This episode is entitled “What to do when your lower back hurts sitting” You will learn:

  • Why your lower back hurts sitting 
  • What to do when your lower back hurts sitting 
  • The different types of sitting
  • How long to sit for
  • How to rehabilitate your back so that you can sit pain-free again

Why your lower back hurts sitting

Your lower back hurts sitting because it’s trying to tell you there’s a problem. Nociceptors are tiny nerve endings we have in our body that send messages to the brain when there’s a problem. The brain interprets that as painful and projects that pain into the body part. Sometimes it doesn’t hurt so much or it doesn’t hurt at all when you first sit down, or the first five minutes, but then it becomes increasingly painful. The biological purpose of pain is to tell you there’s a problem. When you sit, you orientate your body differently than how you do when you’re standing or walking. There may be something about that loading that’s more than your back can cope with. You might find that if you sit for more than 10 minutes, it hurts. There’s a gradual increase in pressure as you sit there. The tissue tolerance is very low.

What to do when your lower back hurts when sitting

Stop sitting, at least in the very short term. If it hurts you, don’t sit, or sit in a different way, such that it doesn’t hurt. Or take a break.

The different types of sitting

If you stay in any position for long enough, that’s constant and sustained loading, eventually something will fatigue and get sore to warn you to stop doing it. If you’re working at a keyboard and mouse try active sitting on relatively high benches and wobble cushions. Perch on the front edge and hold yourself up with your hips at 130 degree angle. That’s easier to maintain and operate neutral spinal posture. It’s also easier to wobble and to move from that position, since your spine is held in a slight lordosis, a light curve in the way. A key point of active sitting is don’t stay still. Wobble from side to side while you sit. Keep your elbows tucked in at your side at all times. Don’t stay sedentary, there are massive consequences to it. Your metabolic rate drops very low and you store that as fat.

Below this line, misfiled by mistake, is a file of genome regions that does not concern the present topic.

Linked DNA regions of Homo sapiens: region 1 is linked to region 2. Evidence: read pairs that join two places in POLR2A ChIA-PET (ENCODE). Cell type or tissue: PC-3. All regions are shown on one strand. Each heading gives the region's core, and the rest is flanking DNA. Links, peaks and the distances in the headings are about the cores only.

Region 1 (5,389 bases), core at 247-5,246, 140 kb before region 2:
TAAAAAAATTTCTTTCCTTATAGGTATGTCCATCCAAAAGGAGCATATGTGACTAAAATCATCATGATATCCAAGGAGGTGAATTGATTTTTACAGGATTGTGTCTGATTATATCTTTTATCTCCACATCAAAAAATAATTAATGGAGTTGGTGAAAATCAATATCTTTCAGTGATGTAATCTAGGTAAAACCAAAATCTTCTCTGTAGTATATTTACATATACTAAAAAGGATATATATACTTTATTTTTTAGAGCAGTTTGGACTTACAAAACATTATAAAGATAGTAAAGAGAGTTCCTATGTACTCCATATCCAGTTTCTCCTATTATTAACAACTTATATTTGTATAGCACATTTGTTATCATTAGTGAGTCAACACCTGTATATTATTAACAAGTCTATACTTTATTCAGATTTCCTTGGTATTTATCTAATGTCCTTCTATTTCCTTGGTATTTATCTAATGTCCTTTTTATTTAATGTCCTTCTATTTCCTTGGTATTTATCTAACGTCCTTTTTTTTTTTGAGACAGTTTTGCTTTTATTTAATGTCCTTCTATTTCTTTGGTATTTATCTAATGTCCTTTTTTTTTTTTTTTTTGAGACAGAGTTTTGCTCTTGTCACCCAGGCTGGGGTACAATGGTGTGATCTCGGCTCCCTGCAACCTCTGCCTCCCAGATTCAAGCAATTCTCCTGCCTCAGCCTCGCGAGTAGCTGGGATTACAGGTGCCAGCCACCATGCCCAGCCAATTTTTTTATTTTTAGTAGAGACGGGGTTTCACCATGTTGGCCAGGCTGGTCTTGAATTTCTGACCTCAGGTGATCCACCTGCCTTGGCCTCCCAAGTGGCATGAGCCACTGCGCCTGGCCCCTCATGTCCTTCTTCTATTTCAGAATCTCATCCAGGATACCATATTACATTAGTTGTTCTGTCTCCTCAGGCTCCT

How long to sit for

Only sit for as long as you can without pain. If you sit beyond that point, you’ll get more pain, and then you could get to the point where you actually do some damage. If you ignore the pain for long enough, and you sensitize your nervous system, you are in danger of learning pain and increasingly associating sitting with back pain. Don’t ignore pain when sitting. Keep your duration of sitting within the limits of pain. You may need some micro breaks. It may be wobbling while you’re sitting, it doesn’t mean that you have to get up and go for a one hour and walk. Just break up your spells of sitting.

How to rehabilitate your back so that you can sit pain free again

Do a little bit of sitting. If you avoid sitting, then when you go back to do it, your tolerance will have dropped enormously. Your back may be less irritable, but it will also not be used to sitting and you’ll be more likely to experience pain. If you want to get back to a life of being able to sit, you should sit now. If sitting for 10 seconds hurts, don’t do it. Cut it out for a couple of days and then start again, even if it’s only for 20 seconds or two minutes at a time, but keep it within the pain-free time zone. Do that for two or three days in a row and then increase it. Gradually increase the duration of the load. That gives your back and other tissues time to adapt. If you suddenly and significantly increase the load or the duration, it will go wrong.

If you’re going to cut it to zero, only do so for a couple of days and then try and get back to sitting in a slightly compromised or different sitting position for briefer periods of time, and then slowly build up the duration you can hold it for and slowly alter the positions that you’re using as well. Start to get back to doing the things that you need or want in the long-term to get back to do doing.

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